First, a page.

World Coins

Token of first ‘White Rajah of Sarawak’ for sale in London auction

An 1841 copper keping token is an example of the first money or monetary substitutes issued in the private nation of Sarawak.

Token images courtesy of St. James’s Auctions. Brooke image courtesy of the Brooke Family Trust.

When Sir James Brooke assisted the Sultan of Brunei in quelling an uprising in Borneo in 1841, he was appointed as the governor of Sarawak as payment for his valorous efforts and good deeds.

That act paved the way for a century of tokens and coins issued by the rulers called the “White Rajahs of Sarawak.” An example of that first copper keping token highlights St. James’s Auctions’ auction No. 35, closing Feb. 9. 

Before its fall in 1941 to Japanese conquest, the state of Sarawak on the northwest of the island of Borneo was ruled by three generations of the Brooke family from the West Country of England.

Each of these rulers issued tokens or coinage, pieces that fascinate even today.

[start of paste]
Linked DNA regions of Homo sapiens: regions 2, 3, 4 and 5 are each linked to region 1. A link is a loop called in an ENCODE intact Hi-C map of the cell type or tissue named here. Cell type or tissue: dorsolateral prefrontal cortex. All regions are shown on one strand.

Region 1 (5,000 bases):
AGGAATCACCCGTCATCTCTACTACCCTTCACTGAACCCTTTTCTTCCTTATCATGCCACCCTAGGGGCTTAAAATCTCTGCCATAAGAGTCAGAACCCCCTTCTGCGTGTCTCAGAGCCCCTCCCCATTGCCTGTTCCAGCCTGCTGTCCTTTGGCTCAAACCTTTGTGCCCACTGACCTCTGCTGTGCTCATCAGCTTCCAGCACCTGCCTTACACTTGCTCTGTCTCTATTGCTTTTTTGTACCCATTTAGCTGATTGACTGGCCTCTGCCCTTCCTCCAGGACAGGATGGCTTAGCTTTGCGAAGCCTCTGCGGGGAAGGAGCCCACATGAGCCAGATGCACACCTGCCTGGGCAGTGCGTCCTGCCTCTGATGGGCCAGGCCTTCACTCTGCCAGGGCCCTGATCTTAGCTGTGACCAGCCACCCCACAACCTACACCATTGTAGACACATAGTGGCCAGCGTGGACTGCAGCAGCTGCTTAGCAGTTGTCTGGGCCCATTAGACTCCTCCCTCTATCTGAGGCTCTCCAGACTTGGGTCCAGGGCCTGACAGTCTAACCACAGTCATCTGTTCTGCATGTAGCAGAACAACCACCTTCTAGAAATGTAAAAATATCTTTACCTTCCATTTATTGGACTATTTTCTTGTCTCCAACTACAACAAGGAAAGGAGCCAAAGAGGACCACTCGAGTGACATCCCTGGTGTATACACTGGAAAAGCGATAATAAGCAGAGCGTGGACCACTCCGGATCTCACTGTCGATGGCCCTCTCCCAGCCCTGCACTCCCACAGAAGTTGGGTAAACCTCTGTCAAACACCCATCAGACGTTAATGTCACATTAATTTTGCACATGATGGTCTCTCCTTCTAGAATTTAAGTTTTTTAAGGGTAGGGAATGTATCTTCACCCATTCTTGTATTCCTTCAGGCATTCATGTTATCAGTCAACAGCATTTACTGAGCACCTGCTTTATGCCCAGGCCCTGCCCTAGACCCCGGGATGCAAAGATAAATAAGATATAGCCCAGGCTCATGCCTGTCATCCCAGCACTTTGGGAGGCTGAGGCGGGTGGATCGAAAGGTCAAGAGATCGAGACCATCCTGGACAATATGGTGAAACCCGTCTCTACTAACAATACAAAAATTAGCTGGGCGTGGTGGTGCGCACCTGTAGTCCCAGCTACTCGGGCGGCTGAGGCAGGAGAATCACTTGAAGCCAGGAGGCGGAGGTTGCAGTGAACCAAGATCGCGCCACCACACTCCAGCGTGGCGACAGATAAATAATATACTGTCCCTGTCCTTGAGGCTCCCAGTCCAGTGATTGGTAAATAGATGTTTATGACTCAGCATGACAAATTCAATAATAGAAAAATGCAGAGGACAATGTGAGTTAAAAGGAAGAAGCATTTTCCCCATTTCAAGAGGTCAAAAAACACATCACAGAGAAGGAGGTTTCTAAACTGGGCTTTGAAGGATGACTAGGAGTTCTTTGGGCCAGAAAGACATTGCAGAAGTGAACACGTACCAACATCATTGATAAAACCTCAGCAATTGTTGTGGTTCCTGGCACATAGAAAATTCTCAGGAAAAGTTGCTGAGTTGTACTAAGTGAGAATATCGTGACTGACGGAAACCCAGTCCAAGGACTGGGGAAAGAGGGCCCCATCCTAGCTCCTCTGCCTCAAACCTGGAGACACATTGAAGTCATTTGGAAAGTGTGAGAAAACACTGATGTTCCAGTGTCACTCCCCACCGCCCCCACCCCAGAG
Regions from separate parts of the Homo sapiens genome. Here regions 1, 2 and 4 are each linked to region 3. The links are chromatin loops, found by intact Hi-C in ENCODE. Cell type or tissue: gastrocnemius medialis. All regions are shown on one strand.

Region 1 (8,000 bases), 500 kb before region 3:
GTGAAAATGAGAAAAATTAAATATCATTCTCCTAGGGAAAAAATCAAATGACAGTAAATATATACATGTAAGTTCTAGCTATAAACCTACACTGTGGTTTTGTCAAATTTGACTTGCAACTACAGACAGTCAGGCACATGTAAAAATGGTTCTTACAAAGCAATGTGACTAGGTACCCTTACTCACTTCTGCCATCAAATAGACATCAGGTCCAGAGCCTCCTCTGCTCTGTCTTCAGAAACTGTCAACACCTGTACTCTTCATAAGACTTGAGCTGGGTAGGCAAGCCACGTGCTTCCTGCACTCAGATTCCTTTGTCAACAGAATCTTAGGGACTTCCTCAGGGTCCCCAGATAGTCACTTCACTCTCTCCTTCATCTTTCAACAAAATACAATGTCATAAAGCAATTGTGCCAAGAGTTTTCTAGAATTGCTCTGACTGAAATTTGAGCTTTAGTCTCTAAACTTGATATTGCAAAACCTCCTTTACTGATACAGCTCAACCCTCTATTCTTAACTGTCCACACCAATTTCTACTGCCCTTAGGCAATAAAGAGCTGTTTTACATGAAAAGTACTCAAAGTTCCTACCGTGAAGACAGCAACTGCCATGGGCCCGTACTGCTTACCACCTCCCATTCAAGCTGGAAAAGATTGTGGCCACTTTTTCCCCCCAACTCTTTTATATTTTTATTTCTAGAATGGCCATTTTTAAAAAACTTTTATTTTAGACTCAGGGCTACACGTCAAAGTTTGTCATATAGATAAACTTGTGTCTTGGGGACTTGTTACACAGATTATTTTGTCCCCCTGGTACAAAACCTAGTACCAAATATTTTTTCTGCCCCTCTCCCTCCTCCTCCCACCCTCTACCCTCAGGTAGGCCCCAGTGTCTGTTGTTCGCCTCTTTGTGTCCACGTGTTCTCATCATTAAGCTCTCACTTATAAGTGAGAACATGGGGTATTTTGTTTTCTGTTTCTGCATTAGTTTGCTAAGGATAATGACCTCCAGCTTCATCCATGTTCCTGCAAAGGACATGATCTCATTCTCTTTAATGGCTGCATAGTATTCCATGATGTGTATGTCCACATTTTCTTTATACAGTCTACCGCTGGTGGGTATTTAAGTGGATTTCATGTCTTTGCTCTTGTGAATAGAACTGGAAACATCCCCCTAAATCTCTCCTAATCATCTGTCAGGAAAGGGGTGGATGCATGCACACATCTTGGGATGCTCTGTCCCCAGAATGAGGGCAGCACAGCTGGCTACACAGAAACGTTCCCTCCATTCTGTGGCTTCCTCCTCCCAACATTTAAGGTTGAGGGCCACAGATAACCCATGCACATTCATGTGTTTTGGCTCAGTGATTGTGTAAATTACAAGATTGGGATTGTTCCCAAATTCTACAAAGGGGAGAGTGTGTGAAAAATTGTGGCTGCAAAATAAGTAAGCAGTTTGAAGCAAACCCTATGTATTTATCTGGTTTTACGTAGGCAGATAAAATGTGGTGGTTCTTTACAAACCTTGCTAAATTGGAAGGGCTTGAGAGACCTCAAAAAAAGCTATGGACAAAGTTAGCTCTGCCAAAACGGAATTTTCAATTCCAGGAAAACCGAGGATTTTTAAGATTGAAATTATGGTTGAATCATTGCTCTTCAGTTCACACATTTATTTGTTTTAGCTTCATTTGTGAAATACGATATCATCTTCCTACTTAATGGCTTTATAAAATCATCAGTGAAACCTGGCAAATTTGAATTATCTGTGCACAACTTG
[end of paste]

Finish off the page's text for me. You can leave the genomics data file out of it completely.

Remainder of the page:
The distinctive one-year type offered, with a badger and the date Sept. 24, 1841, on the obverse and Arabic script on the reverse, was based on the keping coinage of Singapore. The piece is from the first issue of money or a money substitute issued by the Brookes for their private country.

“This piece, and imported Straits [Settlement] and other coinage, sufficed as local money until the regular coinage commenced in 1863,” according to the catalog. “Almost all known pieces are well worn or damaged.”

Graded Extremely Fine 45 Brown by Numismatic Guaranty Corp., this token carries an estimate of £7,000 to £8,000 (about $10,303 to $11,775 U.S.).

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